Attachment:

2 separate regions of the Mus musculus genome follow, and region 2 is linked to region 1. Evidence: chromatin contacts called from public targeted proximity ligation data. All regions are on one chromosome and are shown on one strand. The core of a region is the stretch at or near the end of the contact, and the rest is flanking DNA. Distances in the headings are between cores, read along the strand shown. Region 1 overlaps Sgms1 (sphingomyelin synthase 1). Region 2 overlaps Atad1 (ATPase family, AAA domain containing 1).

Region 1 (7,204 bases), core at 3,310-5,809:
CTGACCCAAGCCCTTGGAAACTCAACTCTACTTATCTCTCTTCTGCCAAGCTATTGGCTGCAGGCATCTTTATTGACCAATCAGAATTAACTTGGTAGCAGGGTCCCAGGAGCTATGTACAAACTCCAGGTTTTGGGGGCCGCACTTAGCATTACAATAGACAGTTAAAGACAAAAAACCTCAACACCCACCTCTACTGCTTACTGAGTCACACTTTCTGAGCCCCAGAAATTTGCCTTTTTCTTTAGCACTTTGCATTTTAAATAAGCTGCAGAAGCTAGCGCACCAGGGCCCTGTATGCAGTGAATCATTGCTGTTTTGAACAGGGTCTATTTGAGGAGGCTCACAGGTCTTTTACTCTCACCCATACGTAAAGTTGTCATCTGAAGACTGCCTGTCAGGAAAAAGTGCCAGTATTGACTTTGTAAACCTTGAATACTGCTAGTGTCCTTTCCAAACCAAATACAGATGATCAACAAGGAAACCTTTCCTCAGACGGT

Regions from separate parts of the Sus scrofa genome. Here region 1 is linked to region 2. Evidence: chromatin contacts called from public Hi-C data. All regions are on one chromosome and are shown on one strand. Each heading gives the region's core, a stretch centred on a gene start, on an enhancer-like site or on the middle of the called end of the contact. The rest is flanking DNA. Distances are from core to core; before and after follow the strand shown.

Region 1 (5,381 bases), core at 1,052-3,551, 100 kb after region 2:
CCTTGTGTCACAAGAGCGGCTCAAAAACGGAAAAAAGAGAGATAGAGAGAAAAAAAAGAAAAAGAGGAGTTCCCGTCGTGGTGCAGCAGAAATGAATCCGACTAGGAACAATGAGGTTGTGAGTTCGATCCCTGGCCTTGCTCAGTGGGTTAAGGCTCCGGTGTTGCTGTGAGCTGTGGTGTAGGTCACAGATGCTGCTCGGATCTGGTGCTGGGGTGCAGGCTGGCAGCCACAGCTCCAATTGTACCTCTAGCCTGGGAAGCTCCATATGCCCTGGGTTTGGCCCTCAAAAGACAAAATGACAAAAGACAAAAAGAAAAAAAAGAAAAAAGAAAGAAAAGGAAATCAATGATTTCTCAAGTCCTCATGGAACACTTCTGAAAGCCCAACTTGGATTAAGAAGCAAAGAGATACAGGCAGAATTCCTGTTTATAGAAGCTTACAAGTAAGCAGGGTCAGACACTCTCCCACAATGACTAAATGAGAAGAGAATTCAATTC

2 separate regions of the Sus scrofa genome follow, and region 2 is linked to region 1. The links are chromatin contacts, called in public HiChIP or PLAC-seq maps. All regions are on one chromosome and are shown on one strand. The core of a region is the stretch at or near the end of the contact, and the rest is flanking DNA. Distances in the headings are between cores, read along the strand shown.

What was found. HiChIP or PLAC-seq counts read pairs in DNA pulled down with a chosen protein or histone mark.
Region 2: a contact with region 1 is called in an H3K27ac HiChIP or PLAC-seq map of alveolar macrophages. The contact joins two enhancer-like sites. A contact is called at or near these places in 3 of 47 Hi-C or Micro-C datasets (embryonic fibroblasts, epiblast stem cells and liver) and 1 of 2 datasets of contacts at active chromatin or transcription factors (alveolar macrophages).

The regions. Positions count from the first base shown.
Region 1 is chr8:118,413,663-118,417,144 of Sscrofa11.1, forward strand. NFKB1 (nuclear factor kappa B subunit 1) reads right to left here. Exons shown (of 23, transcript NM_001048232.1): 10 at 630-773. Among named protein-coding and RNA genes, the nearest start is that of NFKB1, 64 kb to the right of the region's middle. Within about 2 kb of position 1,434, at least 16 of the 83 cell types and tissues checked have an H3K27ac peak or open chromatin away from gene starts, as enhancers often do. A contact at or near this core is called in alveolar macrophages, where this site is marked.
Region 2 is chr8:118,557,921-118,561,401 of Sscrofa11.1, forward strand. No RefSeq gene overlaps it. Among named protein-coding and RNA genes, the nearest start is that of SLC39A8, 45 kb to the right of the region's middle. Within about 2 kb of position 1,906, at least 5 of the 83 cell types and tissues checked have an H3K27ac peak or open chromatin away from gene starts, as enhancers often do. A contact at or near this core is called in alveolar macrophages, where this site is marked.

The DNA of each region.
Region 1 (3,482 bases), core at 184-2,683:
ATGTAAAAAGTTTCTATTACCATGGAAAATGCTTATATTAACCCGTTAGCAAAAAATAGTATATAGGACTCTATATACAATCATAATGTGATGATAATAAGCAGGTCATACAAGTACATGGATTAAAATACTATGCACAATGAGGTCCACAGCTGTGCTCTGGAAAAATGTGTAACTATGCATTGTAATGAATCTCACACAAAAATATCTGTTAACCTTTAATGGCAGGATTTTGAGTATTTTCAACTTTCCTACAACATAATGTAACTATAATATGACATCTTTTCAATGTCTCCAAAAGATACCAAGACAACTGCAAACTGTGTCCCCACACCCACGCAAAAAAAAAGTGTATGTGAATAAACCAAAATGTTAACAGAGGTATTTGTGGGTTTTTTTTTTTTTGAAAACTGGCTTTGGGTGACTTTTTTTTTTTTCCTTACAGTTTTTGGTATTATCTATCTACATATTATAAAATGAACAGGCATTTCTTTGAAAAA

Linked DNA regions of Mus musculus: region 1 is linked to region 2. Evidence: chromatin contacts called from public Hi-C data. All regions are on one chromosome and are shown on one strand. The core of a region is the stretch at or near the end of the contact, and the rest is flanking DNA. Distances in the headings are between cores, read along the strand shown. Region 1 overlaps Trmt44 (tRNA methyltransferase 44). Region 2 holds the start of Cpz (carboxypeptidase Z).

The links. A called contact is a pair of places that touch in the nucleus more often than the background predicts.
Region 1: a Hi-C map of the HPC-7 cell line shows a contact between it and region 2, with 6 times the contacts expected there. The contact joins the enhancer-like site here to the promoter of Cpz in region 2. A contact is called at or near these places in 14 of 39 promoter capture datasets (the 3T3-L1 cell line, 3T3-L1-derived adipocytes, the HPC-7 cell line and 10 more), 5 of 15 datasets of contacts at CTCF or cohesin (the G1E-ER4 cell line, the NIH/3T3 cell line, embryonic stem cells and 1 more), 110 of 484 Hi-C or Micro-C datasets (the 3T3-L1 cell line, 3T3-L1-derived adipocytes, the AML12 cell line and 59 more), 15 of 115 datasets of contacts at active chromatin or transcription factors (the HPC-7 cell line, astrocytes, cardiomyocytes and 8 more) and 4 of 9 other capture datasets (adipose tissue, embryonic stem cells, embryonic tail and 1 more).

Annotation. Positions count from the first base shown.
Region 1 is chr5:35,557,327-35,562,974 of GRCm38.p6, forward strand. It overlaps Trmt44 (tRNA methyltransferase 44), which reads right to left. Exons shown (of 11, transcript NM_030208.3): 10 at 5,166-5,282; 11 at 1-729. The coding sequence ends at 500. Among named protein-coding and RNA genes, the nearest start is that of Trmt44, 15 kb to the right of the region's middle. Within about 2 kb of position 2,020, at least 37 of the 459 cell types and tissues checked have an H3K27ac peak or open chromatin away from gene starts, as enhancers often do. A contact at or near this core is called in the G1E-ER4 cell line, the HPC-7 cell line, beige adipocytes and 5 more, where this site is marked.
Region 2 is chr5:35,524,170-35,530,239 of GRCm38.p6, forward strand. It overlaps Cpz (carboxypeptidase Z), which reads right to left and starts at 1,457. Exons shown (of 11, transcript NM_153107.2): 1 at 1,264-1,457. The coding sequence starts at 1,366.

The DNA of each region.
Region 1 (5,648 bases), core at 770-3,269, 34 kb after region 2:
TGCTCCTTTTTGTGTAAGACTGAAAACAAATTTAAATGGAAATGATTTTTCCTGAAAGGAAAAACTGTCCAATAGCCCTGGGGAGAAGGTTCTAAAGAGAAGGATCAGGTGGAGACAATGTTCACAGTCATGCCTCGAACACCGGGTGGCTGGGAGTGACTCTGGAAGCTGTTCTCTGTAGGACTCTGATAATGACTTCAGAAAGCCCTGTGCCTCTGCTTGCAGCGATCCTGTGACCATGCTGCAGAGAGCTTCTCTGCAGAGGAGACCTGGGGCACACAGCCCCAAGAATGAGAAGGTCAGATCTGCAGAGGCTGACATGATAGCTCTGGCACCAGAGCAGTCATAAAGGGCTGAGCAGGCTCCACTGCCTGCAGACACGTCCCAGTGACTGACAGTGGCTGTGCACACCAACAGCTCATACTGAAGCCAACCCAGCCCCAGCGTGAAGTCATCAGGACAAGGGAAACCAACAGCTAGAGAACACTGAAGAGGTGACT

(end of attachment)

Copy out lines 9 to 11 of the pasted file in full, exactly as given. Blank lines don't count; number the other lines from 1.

Region 2: a contact with region 1 is called in an H3K27ac HiChIP or PLAC-seq map of alveolar macrophages. The contact joins two enhancer-like sites. A contact is called at or near these places in 3 of 47 Hi-C or Micro-C datasets (embryonic fibroblasts, epiblast stem cells and liver) and 1 of 2 datasets of contacts at active chromatin or transcription factors (alveolar macrophages).

The regions. Positions count from the first base shown.
Region 1 is chr8:118,413,663-118,417,144 of Sscrofa11.1, forward strand. NFKB1 (nuclear factor kappa B subunit 1) reads right to left here. Exons shown (of 23, transcript NM_001048232.1): 10 at 630-773. Among named protein-coding and RNA genes, the nearest start is that of NFKB1, 64 kb to the right of the region's middle. Within about 2 kb of position 1,434, at least 16 of the 83 cell types and tissues checked have an H3K27ac peak or open chromatin away from gene starts, as enhancers often do. A contact at or near this core is called in alveolar macrophages, where this site is marked.